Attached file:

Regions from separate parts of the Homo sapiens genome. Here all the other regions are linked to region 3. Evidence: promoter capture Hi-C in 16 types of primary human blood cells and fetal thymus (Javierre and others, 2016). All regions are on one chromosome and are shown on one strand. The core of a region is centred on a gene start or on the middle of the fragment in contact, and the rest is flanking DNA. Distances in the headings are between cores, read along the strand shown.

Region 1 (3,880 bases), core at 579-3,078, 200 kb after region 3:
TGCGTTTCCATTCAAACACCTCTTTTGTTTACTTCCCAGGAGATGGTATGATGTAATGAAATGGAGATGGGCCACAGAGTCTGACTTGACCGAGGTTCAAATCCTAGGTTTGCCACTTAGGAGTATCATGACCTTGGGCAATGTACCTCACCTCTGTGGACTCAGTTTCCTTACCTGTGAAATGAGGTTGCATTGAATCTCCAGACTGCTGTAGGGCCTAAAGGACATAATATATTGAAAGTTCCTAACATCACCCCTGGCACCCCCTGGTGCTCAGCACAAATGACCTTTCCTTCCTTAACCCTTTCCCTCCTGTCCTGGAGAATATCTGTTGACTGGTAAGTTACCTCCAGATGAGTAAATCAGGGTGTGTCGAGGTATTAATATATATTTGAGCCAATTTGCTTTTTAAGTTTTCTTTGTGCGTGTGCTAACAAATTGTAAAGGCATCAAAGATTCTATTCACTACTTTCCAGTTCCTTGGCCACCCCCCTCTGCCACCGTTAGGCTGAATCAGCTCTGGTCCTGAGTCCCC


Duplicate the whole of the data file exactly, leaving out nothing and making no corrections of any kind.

Regions from separate parts of the Homo sapiens genome. Here all the other regions are linked to region 3. Evidence: promoter capture Hi-C in 16 types of primary human blood cells and fetal thymus (Javierre and others, 2016). All regions are on one chromosome and are shown on one strand. The core of a region is centred on a gene start or on the middle of the fragment in contact, and the rest is flanking DNA. Distances in the headings are between cores, read along the strand shown.

Region 1 (3,880 bases), core at 579-3,078, 200 kb after region 3:
TGCGTTTCCATTCAAACACCTCTTTTGTTTACTTCCCAGGAGATGGTATGATGTAATGAAATGGAGATGGGCCACAGAGTCTGACTTGACCGAGGTTCAAATCCTAGGTTTGCCACTTAGGAGTATCATGACCTTGGGCAATGTACCTCACCTCTGTGGACTCAGTTTCCTTACCTGTGAAATGAGGTTGCATTGAATCTCCAGACTGCTGTAGGGCCTAAAGGACATAATATATTGAAAGTTCCTAACATCACCCCTGGCACCCCCTGGTGCTCAGCACAAATGACCTTTCCTTCCTTAACCCTTTCCCTCCTGTCCTGGAGAATATCTGTTGACTGGTAAGTTACCTCCAGATGAGTAAATCAGGGTGTGTCGAGGTATTAATATATATTTGAGCCAATTTGCTTTTTAAGTTTTCTTTGTGCGTGTGCTAACAAATTGTAAAGGCATCAAAGATTCTATTCACTACTTTCCAGTTCCTTGGCCACCCCCCTCTGCCACCGTTAGGCTGAATCAGCTCTGGTCCTGAGTCCCC